Need to find Sa/I such that Sp2 = Sp1/2.
I = Sa + Sp1 -> [i];
Amt saved this year * (1+r) = amount avail to spend next year, so Sa(1+r) = Sp2. Given Sp2 = Sp1/2, Sp1/2 = Sa(1+r) or Sp1 = 2*Sa*(1+r) -> (ii)
Combining (i) and (ii), I = Sa + 2*Sa*(1+r) or I = Sa*(1+2+2r) so Sa/I = 1/(3+2r).


7. Before being simplified, the instructions for computing income tax in Country Rwere to add 2 percent of one's annual income to the average(arithmetic mean)of 100units of Country R's currency and 1 percent of one's annual income. Which of the following represents the simplified formula for computing the income tax in Country R's currency, for a person in that country whose annual income is I?
(C) 50+I/40
: Not sure I understand this correctly, but I'll give it a try anyway. T = 0.02*I + (100+0.01*I)/2 = 0.025*I+50 = I/40 + 50.

8. How many positive integers less than 10,000 are such that the product of their digits is 210?
(B) 30
: Boy this is tough; 210 = 2*3*5*7. If we take all 4 primes as separate digits, then 4*3*2*1 = 24 different #'s. We can also make #'s from the digits 6 (2*3), 5 and 7 = 3*2*1 = 6 different #'s so total 30 #'s. Any other combination of these primes will give a digit > 9 and hence will not get the required result.

9. Find the number of selections that can be made taking 4 letters from the word"ENTRANCE".
(A) 70
(B) 36
(C) 35
(D) 72
(E) 32
: Not getting the answer .. I thought it should be 7*6*5*4 since 7 letters and 4 spots.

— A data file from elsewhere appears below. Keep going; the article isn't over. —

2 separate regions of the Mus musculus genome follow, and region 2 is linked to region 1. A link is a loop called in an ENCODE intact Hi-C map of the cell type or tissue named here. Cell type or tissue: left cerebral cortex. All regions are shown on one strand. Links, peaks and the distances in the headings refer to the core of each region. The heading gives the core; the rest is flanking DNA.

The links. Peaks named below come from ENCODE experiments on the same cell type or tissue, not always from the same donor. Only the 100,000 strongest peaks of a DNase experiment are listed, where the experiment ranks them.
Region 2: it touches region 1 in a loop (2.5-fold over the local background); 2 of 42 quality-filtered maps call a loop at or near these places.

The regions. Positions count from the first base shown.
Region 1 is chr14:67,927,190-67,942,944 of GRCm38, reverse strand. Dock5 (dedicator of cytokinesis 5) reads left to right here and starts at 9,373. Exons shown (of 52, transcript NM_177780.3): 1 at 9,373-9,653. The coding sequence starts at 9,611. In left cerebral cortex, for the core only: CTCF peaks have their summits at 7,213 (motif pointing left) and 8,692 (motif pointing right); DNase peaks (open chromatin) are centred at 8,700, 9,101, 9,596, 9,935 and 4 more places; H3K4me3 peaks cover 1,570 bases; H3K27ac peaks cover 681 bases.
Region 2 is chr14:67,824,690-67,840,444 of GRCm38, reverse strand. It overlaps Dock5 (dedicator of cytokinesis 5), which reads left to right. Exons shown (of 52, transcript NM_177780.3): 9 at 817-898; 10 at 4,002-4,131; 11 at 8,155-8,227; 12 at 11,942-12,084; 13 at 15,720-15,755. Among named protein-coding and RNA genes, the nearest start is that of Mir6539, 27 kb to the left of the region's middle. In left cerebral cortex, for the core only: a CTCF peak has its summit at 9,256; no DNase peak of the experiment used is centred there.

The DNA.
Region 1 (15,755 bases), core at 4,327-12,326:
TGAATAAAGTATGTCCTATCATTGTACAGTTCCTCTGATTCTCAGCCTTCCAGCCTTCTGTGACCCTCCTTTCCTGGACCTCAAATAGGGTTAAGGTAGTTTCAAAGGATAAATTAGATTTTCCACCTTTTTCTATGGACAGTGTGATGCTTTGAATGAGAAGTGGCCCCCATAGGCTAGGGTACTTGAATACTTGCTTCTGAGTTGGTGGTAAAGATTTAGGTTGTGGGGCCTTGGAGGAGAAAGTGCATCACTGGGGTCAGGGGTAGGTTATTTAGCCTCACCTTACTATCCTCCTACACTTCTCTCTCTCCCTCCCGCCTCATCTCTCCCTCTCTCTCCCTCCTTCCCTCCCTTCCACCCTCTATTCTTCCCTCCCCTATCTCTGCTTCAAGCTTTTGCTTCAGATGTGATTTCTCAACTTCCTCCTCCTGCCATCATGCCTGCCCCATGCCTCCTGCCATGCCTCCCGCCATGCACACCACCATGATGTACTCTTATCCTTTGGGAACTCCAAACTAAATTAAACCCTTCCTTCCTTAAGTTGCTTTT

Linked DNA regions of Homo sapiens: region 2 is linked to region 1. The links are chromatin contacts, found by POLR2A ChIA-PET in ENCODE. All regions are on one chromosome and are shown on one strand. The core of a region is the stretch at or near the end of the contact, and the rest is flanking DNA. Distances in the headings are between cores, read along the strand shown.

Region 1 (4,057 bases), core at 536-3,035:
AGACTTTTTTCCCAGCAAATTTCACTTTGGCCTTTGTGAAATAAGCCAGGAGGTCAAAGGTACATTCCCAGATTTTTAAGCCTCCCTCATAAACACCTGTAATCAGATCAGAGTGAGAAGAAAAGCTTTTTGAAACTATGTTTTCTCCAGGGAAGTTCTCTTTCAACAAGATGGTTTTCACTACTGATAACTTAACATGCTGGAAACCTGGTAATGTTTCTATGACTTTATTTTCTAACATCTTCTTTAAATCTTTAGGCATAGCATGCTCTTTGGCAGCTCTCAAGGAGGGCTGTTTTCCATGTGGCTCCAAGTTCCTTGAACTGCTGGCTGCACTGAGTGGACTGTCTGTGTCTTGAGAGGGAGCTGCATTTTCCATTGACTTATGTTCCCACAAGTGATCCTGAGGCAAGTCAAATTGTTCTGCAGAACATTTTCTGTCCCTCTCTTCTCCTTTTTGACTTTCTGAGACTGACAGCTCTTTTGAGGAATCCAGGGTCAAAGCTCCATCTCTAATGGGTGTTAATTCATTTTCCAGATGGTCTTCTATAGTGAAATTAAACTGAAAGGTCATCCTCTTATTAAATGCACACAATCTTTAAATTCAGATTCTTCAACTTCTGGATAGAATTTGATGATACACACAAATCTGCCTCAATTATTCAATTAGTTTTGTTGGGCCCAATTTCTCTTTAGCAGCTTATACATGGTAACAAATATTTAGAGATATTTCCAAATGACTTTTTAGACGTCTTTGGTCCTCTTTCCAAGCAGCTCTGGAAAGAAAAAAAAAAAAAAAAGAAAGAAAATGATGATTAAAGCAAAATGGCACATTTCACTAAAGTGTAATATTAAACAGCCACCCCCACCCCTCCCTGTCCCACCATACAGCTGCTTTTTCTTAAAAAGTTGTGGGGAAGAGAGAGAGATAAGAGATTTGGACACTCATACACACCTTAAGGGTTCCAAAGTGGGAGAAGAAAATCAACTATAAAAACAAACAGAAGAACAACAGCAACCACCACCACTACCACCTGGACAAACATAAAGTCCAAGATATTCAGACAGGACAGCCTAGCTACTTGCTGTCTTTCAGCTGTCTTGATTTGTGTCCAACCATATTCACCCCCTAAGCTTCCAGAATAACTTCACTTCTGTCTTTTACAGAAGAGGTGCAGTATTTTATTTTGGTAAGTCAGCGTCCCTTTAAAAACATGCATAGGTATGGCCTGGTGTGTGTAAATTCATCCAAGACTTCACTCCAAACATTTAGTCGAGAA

Find in the above word, the number of arrangements using the 4 letters.

10. How many triangles with positive area can be drawn on the coordinate plane such that the vertices have integer coordinates (x,y) satisfying 1≤x≤3 and 1≤y≤3?
(B) 76
: 9 possible options for vertices, need to chose any three to make a triangle so 9C3 = 84. However, 8 (3 along the length, 3 along the height and 2 diagonals)of these 3 sets of points will not make a triangle since they are in a straight line so 84-8 = 76.


I think your answer for the 8th question is wrong coz ur missing the cases when it is 5, 6 ,7 and 1 which are 24 more cases. So the answer should be 54 and not 30

For question 5 assume first that Mrs. Smith has given 8 tickets to her grandsons by giving 2 to each and has "x" tickets left. So she can now distribute these x tickets to her 4 grandsons in (x+3)C3 ways. This is selection without arrangement so we use this formula.
We thus get this to be equal to 120. Thus we get x+3 = 10 and x = 7
hence total tickets is 15

For the 9th question we have to take 3 cases
1) where only one of each letter is chosen = 6C3 ways = 15 ways
2) Where either 2 E's or 2N's are chosen = 2 * 5C2 = 20 ways
3) Where 2 E's and 2 N's are chosen = 1 way

Hence answer = 36 ways

for the second question I think we should count 1, as there is no reason for not counting it and hence the answer should be p-1 only.
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Re: NEW SET of good PS(3) [#permalink] New post 21 Oct 2009, 10:17
rohitbhotica wrote: